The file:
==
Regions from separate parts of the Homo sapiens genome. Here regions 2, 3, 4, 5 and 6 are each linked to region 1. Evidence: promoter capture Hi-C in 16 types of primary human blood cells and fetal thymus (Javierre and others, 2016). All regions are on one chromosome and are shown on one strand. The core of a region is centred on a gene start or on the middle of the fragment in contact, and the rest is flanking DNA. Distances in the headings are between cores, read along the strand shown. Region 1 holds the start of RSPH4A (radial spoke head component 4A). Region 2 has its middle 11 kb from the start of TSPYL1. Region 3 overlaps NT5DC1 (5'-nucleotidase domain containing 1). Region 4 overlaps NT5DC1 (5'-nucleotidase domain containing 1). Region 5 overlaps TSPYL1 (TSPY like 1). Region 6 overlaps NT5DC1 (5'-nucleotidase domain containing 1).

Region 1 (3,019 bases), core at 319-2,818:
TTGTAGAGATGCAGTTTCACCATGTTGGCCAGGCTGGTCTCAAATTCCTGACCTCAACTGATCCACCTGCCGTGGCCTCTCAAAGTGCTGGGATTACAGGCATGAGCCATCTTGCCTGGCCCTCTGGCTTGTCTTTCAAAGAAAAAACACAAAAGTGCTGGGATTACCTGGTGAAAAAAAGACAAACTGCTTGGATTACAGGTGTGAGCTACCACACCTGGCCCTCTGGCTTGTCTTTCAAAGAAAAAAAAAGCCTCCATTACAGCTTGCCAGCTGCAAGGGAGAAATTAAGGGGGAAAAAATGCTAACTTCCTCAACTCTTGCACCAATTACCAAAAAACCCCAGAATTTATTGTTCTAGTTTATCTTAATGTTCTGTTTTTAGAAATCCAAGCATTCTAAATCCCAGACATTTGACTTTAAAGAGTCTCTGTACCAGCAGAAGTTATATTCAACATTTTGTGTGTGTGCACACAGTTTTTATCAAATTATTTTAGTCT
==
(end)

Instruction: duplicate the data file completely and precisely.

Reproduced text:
Regions from separate parts of the Homo sapiens genome. Here regions 2, 3, 4, 5 and 6 are each linked to region 1. Evidence: promoter capture Hi-C in 16 types of primary human blood cells and fetal thymus (Javierre and others, 2016). All regions are on one chromosome and are shown on one strand. The core of a region is centred on a gene start or on the middle of the fragment in contact, and the rest is flanking DNA. Distances in the headings are between cores, read along the strand shown. Region 1 holds the start of RSPH4A (radial spoke head component 4A). Region 2 has its middle 11 kb from the start of TSPYL1. Region 3 overlaps NT5DC1 (5'-nucleotidase domain containing 1). Region 4 overlaps NT5DC1 (5'-nucleotidase domain containing 1). Region 5 overlaps TSPYL1 (TSPY like 1). Region 6 overlaps NT5DC1 (5'-nucleotidase domain containing 1).

Region 1 (3,019 bases), core at 319-2,818:
TTGTAGAGATGCAGTTTCACCATGTTGGCCAGGCTGGTCTCAAATTCCTGACCTCAACTGATCCACCTGCCGTGGCCTCTCAAAGTGCTGGGATTACAGGCATGAGCCATCTTGCCTGGCCCTCTGGCTTGTCTTTCAAAGAAAAAACACAAAAGTGCTGGGATTACCTGGTGAAAAAAAGACAAACTGCTTGGATTACAGGTGTGAGCTACCACACCTGGCCCTCTGGCTTGTCTTTCAAAGAAAAAAAAAGCCTCCATTACAGCTTGCCAGCTGCAAGGGAGAAATTAAGGGGGAAAAAATGCTAACTTCCTCAACTCTTGCACCAATTACCAAAAAACCCCAGAATTTATTGTTCTAGTTTATCTTAATGTTCTGTTTTTAGAAATCCAAGCATTCTAAATCCCAGACATTTGACTTTAAAGAGTCTCTGTACCAGCAGAAGTTATATTCAACATTTTGTGTGTGTGCACACAGTTTTTATCAAATTATTTTAGTCT